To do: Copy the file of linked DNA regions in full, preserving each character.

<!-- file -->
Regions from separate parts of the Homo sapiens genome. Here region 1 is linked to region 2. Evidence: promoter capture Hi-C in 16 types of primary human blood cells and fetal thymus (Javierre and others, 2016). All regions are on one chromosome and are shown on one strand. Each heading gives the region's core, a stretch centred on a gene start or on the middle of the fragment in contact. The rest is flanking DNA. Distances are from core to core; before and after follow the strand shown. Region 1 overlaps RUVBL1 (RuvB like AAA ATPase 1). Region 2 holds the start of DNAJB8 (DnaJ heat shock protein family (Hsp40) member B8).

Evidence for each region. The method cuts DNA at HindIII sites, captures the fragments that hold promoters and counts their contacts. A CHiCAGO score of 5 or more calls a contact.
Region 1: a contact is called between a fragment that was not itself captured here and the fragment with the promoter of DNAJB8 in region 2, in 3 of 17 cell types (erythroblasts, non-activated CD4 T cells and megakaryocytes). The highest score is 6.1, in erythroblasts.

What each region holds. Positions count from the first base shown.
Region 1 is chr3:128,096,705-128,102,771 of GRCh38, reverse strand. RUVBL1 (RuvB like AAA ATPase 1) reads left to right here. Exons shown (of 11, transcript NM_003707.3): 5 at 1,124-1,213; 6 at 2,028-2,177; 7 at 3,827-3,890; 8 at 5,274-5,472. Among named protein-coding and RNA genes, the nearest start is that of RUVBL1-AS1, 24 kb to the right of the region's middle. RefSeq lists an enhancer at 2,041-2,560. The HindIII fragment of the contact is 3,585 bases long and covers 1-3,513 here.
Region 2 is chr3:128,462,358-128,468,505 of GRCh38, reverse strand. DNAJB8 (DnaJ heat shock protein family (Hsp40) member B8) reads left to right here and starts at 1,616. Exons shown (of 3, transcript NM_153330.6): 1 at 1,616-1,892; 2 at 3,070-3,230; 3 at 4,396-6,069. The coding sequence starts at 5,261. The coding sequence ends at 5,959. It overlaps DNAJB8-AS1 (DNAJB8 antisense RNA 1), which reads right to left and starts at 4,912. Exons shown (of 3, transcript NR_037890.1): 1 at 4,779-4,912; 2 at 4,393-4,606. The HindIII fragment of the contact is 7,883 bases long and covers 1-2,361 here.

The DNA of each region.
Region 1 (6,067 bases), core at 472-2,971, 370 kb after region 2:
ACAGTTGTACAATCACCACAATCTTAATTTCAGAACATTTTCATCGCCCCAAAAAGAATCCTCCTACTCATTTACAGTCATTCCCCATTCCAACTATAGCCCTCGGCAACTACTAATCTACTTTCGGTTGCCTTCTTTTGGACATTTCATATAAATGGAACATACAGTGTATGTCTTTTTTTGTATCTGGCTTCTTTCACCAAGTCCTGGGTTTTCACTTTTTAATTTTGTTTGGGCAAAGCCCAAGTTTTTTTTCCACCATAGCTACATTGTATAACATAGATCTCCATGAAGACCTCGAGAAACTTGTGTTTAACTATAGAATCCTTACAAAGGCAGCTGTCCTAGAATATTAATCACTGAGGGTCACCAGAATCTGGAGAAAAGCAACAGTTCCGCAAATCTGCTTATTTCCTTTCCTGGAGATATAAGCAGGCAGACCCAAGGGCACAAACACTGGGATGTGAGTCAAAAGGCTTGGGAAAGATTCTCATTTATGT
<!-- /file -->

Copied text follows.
Regions from separate parts of the Homo sapiens genome. Here region 1 is linked to region 2. Evidence: promoter capture Hi-C in 16 types of primary human blood cells and fetal thymus (Javierre and others, 2016). All regions are on one chromosome and are shown on one strand. Each heading gives the region's core, a stretch centred on a gene start or on the middle of the fragment in contact. The rest is flanking DNA. Distances are from core to core; before and after follow the strand shown. Region 1 overlaps RUVBL1 (RuvB like AAA ATPase 1). Region 2 holds the start of DNAJB8 (DnaJ heat shock protein family (Hsp40) member B8).

Evidence for each region. The method cuts DNA at HindIII sites, captures the fragments that hold promoters and counts their contacts. A CHiCAGO score of 5 or more calls a contact.
Region 1: a contact is called between a fragment that was not itself captured here and the fragment with the promoter of DNAJB8 in region 2, in 3 of 17 cell types (erythroblasts, non-activated CD4 T cells and megakaryocytes). The highest score is 6.1, in erythroblasts.

What each region holds. Positions count from the first base shown.
Region 1 is chr3:128,096,705-128,102,771 of GRCh38, reverse strand. RUVBL1 (RuvB like AAA ATPase 1) reads left to right here. Exons shown (of 11, transcript NM_003707.3): 5 at 1,124-1,213; 6 at 2,028-2,177; 7 at 3,827-3,890; 8 at 5,274-5,472. Among named protein-coding and RNA genes, the nearest start is that of RUVBL1-AS1, 24 kb to the right of the region's middle. RefSeq lists an enhancer at 2,041-2,560. The HindIII fragment of the contact is 3,585 bases long and covers 1-3,513 here.
Region 2 is chr3:128,462,358-128,468,505 of GRCh38, reverse strand. DNAJB8 (DnaJ heat shock protein family (Hsp40) member B8) reads left to right here and starts at 1,616. Exons shown (of 3, transcript NM_153330.6): 1 at 1,616-1,892; 2 at 3,070-3,230; 3 at 4,396-6,069. The coding sequence starts at 5,261. The coding sequence ends at 5,959. It overlaps DNAJB8-AS1 (DNAJB8 antisense RNA 1), which reads right to left and starts at 4,912. Exons shown (of 3, transcript NR_037890.1): 1 at 4,779-4,912; 2 at 4,393-4,606. The HindIII fragment of the contact is 7,883 bases long and covers 1-2,361 here.

The DNA of each region.
Region 1 (6,067 bases), core at 472-2,971, 370 kb after region 2:
ACAGTTGTACAATCACCACAATCTTAATTTCAGAACATTTTCATCGCCCCAAAAAGAATCCTCCTACTCATTTACAGTCATTCCCCATTCCAACTATAGCCCTCGGCAACTACTAATCTACTTTCGGTTGCCTTCTTTTGGACATTTCATATAAATGGAACATACAGTGTATGTCTTTTTTTGTATCTGGCTTCTTTCACCAAGTCCTGGGTTTTCACTTTTTAATTTTGTTTGGGCAAAGCCCAAGTTTTTTTTCCACCATAGCTACATTGTATAACATAGATCTCCATGAAGACCTCGAGAAACTTGTGTTTAACTATAGAATCCTTACAAAGGCAGCTGTCCTAGAATATTAATCACTGAGGGTCACCAGAATCTGGAGAAAAGCAACAGTTCCGCAAATCTGCTTATTTCCTTTCCTGGAGATATAAGCAGGCAGACCCAAGGGCACAAACACTGGGATGTGAGTCAAAAGGCTTGGGAAAGATTCTCATTTATGT